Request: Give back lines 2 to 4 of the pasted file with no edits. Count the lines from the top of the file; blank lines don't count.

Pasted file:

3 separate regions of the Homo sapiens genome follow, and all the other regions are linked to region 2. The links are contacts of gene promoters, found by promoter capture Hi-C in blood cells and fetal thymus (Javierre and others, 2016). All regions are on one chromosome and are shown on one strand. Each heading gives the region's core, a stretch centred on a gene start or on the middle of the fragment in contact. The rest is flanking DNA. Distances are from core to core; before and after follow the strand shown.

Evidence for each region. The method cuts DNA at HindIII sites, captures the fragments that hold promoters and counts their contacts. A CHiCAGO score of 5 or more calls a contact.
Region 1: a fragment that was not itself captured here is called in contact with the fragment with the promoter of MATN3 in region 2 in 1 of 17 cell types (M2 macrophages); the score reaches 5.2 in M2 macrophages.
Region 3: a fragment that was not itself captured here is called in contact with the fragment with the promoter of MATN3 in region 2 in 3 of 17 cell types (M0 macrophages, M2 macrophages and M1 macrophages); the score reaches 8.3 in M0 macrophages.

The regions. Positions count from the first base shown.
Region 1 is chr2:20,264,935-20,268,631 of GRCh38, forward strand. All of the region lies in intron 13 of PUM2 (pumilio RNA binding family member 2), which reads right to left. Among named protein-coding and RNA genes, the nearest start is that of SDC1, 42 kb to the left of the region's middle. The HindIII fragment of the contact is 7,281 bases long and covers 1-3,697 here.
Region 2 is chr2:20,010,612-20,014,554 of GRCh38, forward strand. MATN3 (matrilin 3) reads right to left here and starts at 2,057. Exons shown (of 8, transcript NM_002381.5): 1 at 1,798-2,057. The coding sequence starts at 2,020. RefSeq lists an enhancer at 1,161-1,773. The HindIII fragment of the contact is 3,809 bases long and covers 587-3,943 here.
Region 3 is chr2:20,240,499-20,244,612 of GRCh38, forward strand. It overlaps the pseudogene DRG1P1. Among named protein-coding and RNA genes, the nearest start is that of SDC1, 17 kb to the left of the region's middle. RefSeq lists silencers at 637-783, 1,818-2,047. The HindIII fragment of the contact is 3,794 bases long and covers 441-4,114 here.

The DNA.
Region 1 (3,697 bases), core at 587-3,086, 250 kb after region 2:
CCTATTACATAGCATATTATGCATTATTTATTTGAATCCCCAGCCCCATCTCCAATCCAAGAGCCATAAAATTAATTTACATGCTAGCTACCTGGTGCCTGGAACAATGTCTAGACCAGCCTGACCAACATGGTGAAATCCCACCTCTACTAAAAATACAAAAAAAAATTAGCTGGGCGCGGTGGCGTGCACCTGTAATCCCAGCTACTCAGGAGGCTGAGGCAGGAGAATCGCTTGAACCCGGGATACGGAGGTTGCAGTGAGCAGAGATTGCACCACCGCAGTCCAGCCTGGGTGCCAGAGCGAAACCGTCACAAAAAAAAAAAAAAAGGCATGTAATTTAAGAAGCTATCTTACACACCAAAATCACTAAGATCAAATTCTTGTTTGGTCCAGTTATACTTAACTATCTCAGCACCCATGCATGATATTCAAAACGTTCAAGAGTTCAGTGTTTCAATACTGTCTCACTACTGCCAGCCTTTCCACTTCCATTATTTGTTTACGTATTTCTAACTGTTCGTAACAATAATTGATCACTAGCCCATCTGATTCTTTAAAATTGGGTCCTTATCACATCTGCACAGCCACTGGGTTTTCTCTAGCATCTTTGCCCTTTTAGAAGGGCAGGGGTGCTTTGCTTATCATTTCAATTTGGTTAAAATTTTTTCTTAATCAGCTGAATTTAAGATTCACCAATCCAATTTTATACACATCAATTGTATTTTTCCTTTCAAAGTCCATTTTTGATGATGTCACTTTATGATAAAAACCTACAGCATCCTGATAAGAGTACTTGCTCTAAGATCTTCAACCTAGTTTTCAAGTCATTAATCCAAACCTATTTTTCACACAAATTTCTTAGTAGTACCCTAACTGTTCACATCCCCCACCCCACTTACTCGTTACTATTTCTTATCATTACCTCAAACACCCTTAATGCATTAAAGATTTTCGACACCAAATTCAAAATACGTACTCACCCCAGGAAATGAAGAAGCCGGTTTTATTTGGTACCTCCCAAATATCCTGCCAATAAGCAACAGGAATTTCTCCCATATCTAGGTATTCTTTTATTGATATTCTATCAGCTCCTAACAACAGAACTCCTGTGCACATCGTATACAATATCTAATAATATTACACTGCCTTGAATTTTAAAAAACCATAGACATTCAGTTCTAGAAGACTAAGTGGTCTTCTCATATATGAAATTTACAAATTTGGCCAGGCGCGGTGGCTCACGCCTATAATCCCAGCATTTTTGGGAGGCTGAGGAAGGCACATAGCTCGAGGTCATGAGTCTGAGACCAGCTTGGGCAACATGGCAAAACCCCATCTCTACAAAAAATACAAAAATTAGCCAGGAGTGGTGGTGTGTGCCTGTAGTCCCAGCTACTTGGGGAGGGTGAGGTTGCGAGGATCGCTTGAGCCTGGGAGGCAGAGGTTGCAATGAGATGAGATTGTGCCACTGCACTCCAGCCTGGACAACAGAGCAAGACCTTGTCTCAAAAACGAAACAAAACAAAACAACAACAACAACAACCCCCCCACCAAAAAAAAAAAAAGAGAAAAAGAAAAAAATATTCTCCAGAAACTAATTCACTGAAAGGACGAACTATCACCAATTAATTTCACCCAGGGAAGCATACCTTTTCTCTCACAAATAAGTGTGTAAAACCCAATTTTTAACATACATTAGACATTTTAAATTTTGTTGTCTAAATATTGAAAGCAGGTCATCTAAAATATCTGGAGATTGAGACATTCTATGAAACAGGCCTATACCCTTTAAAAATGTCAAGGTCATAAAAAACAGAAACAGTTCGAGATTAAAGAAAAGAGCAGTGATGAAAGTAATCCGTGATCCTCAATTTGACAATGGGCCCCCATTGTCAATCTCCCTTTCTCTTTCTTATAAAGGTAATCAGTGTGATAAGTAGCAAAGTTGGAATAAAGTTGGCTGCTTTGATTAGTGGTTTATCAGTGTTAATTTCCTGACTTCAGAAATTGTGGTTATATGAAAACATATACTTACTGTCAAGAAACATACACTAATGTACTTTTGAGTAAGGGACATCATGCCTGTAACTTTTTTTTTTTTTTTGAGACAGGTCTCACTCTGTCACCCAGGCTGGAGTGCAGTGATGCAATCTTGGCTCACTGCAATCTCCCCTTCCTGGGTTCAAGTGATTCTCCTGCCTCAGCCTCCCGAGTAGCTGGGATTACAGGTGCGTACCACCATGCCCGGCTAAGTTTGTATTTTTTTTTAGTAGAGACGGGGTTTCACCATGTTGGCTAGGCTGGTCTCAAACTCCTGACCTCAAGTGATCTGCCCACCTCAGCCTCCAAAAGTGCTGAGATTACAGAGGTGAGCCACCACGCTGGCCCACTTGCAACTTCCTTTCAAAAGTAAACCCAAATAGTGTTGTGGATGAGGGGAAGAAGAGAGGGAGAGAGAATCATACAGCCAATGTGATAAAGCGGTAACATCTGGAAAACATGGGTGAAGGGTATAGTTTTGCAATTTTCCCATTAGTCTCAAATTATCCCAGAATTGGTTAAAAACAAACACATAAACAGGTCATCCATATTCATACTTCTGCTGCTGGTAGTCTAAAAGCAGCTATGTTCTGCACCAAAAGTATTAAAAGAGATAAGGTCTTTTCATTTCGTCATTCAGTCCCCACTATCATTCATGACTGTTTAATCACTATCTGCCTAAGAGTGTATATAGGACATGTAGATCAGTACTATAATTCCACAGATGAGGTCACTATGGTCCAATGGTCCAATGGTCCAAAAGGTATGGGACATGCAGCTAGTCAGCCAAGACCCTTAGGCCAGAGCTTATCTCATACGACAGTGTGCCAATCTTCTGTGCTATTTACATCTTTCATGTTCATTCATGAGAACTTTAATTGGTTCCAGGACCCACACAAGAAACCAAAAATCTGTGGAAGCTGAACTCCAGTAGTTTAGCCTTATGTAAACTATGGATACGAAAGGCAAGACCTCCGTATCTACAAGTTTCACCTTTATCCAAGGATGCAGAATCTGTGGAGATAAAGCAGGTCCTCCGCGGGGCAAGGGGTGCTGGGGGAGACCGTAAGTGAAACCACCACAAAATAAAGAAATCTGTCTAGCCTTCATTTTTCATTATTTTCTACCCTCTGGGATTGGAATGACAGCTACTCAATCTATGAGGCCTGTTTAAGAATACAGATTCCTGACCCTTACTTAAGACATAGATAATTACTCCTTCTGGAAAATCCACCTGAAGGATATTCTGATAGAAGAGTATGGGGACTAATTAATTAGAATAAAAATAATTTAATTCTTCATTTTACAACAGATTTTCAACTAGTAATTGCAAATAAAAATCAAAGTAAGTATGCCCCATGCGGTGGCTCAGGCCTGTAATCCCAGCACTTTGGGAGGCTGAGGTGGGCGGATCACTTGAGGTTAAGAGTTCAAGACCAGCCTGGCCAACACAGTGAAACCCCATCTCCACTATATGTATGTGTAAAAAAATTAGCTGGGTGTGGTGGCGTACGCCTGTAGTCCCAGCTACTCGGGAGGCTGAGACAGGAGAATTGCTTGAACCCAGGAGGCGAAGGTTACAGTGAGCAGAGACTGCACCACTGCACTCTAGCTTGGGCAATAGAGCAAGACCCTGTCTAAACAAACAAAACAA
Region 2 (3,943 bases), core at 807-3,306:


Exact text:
Evidence for each region. The method cuts DNA at HindIII sites, captures the fragments that hold promoters and counts their contacts. A CHiCAGO score of 5 or more calls a contact.
Region 1: a fragment that was not itself captured here is called in contact with the fragment with the promoter of MATN3 in region 2 in 1 of 17 cell types (M2 macrophages); the score reaches 5.2 in M2 macrophages.
Region 3: a fragment that was not itself captured here is called in contact with the fragment with the promoter of MATN3 in region 2 in 3 of 17 cell types (M0 macrophages, M2 macrophages and M1 macrophages); the score reaches 8.3 in M0 macrophages.